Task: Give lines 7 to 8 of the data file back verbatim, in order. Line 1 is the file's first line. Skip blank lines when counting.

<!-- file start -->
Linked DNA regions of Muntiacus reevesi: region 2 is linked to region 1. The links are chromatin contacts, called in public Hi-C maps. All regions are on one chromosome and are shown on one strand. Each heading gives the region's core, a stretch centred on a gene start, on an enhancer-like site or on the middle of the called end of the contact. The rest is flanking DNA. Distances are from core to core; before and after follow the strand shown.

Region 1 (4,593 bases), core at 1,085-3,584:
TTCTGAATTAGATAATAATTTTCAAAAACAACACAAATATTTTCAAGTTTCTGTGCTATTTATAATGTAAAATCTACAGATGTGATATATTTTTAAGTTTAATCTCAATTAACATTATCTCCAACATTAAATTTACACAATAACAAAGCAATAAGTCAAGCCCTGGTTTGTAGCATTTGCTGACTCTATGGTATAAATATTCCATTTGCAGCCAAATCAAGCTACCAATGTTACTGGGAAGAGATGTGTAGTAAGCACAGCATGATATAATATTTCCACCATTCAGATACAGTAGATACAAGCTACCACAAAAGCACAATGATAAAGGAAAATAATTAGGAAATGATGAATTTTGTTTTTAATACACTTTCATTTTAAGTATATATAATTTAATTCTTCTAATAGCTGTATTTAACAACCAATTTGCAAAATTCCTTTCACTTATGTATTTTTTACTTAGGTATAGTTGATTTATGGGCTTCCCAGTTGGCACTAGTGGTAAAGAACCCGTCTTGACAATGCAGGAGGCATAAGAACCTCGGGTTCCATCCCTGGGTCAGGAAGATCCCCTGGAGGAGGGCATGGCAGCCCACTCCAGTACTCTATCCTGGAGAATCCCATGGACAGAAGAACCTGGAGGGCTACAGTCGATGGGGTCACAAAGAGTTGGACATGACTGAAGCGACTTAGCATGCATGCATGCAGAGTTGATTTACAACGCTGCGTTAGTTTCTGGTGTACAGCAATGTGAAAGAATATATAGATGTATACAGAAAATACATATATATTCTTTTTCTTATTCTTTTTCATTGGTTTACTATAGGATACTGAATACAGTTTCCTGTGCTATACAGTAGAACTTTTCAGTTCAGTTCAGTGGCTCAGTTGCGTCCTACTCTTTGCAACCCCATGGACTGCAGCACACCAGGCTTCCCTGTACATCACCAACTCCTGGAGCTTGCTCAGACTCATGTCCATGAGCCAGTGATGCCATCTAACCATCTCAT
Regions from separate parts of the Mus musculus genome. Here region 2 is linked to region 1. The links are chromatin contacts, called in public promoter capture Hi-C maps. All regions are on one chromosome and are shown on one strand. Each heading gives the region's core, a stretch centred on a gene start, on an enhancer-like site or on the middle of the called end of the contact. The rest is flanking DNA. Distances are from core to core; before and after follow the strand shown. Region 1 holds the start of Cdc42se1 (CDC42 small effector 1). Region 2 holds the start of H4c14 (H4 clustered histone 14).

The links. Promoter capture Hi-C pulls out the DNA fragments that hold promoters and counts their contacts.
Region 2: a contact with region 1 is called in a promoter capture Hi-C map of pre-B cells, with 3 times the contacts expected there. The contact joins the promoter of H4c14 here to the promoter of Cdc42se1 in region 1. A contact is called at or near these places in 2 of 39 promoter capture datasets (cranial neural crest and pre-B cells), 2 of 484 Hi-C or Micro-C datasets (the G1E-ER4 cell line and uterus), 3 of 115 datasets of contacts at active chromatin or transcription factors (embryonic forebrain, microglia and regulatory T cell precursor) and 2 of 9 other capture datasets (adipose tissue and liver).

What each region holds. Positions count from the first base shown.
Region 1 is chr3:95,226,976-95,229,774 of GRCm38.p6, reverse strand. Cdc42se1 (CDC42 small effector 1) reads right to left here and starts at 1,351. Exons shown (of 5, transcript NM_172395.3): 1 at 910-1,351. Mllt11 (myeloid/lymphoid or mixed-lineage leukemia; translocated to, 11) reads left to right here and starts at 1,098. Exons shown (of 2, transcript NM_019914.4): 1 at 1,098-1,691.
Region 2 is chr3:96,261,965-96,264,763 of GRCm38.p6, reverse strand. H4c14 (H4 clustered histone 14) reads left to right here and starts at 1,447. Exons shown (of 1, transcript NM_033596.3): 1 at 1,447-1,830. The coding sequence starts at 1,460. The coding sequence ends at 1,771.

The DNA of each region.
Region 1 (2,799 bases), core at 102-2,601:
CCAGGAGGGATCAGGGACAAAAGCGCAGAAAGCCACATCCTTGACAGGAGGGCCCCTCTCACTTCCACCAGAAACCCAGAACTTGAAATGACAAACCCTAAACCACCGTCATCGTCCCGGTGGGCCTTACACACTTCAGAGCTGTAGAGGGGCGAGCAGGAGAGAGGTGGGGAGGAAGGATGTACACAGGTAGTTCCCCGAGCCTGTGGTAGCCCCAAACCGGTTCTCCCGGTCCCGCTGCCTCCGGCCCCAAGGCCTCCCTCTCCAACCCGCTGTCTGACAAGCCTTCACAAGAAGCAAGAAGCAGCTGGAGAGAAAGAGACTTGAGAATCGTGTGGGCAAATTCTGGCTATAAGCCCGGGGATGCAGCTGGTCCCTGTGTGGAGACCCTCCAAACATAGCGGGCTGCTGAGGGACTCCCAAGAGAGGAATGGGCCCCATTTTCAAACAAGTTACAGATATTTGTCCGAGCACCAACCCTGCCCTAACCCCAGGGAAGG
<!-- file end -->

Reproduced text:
What each region holds. Positions count from the first base shown.
Region 1 is chr3:95,226,976-95,229,774 of GRCm38.p6, reverse strand. Cdc42se1 (CDC42 small effector 1) reads right to left here and starts at 1,351. Exons shown (of 5, transcript NM_172395.3): 1 at 910-1,351. Mllt11 (myeloid/lymphoid or mixed-lineage leukemia; translocated to, 11) reads left to right here and starts at 1,098. Exons shown (of 2, transcript NM_019914.4): 1 at 1,098-1,691.